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Timothy

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I graduated from Johns Hopkins University with a B.S. in Mechanical Engineering in 2011 after which I spent 6 months in South Korea teaching English to middle and elementary students. Currently, I am a graduate student in Mechanical Engineering at the University of Maryland, Baltimore County primarily doing research but also tutoring undergraduates.

Timothy’s Qualifications

Education & Certification

Undergraduate Degree: Johns Hopkins University - Bachelors, Mechanical Engineering

Graduate Degree: University of Maryland-Baltimore County - Current Grad Student, Mechanical Engineering

Test Scores

GRE Quantitative: 165

GRE Verbal: 164

Tutoring Subjects

Algebra

Algebra 2

Algebra 3/4

Calculus

Civil Engineering

College Algebra

College Computer Science

College Physics

Competition Math

Computer Science

Differential Equations

Geometry

High School Computer Science

High School Physics

IB Physics SL

Math

Mechanical Engineering

Physics

Pre-Algebra

Pre-Calculus

Science

Statics

Technology and Computer Science

Trigonometry


Q & A

What is your teaching philosophy?

Bringing a calm, relaxed attitude can take the fear out of learning a new and complicated subject.

What might you do in a typical first session with a student?

To start, it's important to identify the student's strengths and weaknesses so that we know what foundation we're working with. From the initial diagnostic, the way becomes clear, both for me and the student, on what information should be studied to reach their goal.

How can you help a student become an independent learner?

I would first let the student know that many students, including me, have struggled with the subject matter before, and that it's not a sign that they are less intelligent or that they are not cut out for the subject. I would also ask them questions about the subject matter, like a less experienced colleague or classmate who missed class would, letting them know that I am not judging them, but rather that I want to see how they understand the subject matter.

How would you help a student stay motivated?

Positive encouragement based on current progress and reminders of their past accomplishments. Sometimes it's hard to see progress as a student, so it is very important for me to keep a perspective of the student's development for them.

If a student has difficulty learning a skill or concept, what would you do?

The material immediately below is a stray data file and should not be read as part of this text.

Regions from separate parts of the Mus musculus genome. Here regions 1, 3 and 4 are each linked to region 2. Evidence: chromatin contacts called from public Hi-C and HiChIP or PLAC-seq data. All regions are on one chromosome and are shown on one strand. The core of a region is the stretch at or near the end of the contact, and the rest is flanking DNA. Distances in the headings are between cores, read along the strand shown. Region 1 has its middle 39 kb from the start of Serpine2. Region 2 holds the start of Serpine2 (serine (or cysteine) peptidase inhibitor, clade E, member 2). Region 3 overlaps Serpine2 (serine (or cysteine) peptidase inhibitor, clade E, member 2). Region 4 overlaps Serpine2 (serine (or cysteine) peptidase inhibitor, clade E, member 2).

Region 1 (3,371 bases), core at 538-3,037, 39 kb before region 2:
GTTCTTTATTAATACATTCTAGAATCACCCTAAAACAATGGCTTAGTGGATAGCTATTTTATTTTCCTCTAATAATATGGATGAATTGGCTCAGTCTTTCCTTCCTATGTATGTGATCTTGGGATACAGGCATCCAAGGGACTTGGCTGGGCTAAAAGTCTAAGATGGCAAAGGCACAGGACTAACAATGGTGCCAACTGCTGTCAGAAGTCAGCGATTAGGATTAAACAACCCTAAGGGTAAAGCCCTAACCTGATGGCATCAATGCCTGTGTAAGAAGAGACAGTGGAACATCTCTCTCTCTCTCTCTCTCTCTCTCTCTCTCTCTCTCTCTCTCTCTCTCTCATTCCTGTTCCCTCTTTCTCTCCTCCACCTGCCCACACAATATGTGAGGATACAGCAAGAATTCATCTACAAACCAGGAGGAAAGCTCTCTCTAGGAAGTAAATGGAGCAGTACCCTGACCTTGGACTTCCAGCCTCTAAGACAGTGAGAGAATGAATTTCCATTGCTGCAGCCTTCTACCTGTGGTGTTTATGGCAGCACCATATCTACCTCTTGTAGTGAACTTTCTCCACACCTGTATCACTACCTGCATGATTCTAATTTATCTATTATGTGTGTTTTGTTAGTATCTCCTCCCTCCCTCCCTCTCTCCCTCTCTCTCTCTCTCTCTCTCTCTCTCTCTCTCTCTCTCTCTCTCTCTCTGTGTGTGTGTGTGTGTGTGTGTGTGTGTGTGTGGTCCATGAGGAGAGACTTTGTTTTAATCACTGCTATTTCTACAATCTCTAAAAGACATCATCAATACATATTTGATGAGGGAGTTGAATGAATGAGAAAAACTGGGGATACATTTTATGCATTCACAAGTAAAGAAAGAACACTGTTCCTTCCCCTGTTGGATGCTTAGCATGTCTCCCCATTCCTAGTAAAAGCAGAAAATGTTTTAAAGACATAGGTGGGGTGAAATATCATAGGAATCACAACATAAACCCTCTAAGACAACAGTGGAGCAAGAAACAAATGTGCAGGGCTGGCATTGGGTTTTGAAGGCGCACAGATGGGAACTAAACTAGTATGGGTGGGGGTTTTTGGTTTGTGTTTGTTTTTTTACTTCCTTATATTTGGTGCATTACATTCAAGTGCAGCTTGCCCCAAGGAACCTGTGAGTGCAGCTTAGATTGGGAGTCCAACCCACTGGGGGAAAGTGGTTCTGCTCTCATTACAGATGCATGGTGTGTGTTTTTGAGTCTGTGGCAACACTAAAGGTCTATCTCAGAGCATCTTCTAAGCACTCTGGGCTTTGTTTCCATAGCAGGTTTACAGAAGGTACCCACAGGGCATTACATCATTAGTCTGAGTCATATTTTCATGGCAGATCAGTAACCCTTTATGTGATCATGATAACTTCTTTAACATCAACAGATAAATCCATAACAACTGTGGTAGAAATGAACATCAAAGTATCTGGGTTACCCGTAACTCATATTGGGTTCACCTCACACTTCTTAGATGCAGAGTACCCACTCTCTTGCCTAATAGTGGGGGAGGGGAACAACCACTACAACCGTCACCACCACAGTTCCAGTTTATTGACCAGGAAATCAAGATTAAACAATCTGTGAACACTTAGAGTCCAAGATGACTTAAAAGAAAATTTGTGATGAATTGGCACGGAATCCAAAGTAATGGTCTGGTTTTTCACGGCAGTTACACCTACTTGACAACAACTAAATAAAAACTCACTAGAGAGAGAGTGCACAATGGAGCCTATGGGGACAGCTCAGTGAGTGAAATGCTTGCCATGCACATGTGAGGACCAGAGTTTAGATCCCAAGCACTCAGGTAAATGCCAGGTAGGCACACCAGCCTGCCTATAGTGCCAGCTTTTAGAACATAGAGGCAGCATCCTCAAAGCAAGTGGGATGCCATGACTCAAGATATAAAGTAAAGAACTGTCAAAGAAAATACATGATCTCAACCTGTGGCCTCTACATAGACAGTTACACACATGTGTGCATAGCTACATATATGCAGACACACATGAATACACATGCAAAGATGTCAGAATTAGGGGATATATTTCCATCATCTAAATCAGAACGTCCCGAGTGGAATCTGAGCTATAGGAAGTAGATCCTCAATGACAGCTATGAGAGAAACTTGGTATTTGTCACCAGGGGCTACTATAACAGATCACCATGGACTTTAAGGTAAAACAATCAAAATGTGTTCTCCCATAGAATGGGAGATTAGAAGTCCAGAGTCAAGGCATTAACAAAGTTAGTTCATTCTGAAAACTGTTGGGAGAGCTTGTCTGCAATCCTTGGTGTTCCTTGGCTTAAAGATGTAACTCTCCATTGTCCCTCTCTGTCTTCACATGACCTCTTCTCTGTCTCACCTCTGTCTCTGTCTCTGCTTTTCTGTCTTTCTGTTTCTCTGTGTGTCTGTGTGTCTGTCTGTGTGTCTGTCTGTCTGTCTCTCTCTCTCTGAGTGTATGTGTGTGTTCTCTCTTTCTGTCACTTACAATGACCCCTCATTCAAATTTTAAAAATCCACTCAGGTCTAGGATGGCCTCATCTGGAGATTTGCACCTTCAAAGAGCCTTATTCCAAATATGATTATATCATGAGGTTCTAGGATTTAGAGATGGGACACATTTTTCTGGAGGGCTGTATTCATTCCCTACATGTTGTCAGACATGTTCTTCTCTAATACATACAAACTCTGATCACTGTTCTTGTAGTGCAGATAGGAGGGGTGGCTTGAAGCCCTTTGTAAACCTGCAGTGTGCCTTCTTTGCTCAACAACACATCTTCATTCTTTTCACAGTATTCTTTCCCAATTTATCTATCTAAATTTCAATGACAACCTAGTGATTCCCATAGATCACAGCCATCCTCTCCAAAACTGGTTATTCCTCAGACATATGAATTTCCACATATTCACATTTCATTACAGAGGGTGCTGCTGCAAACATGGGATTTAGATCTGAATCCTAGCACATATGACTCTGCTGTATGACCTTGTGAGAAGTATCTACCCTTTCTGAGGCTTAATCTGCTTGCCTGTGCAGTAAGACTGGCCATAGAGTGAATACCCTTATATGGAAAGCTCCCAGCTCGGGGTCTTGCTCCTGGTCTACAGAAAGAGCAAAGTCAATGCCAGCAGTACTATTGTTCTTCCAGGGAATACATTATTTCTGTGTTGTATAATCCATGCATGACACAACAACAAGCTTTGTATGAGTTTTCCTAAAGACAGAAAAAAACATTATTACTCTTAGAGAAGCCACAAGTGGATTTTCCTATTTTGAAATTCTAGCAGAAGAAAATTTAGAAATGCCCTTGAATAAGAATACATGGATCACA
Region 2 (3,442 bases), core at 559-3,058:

Being in Mechanical Engineering, I am fond of physical analogies, and would try to relate the skill or concept to something the student probably does in daily life.

How do you help students who are struggling with reading comprehension?

I would draw their attention to key words, such as conjunctions which describe the relationships between phrases, or listing words such as first, next, and also. By starting at key words, it is easier to describe a reading passage as descriptive, comparative, narrative, or argumentative.

What strategies have you found to be most successful when you start to work with a student?

Consistently returning to the fundamentals leads to better retention of the information over the long term, and allows the student to understand the more advanced parts of a subject more quickly.

How would you help a student get excited/engaged with a subject that they are struggling in?

There is quite a lot that someone can do with some Math, Science, or English knowledge. Beyond just preparing for a test, I would first ask the student what (s)he would like to do career-wise and show them how what they're struggling with is applicable to their dream job. Additionally, I would focus on small wins initially to get their brains moving in the right direction.

What techniques would you use to be sure that a student understands the material?

Flashcards, ascending in difficulty, are how I learned and retained a great deal of information as a language and physics student. I would utilize this to somewhat gamify the subject matter and promote retention.

How do you build a student's confidence in a subject?

Confidence comes from repeated success. Therefore, I would prompt the student to do extra problems (with final answers given) after a problem session so that they can build their confidence in their own understanding of the material.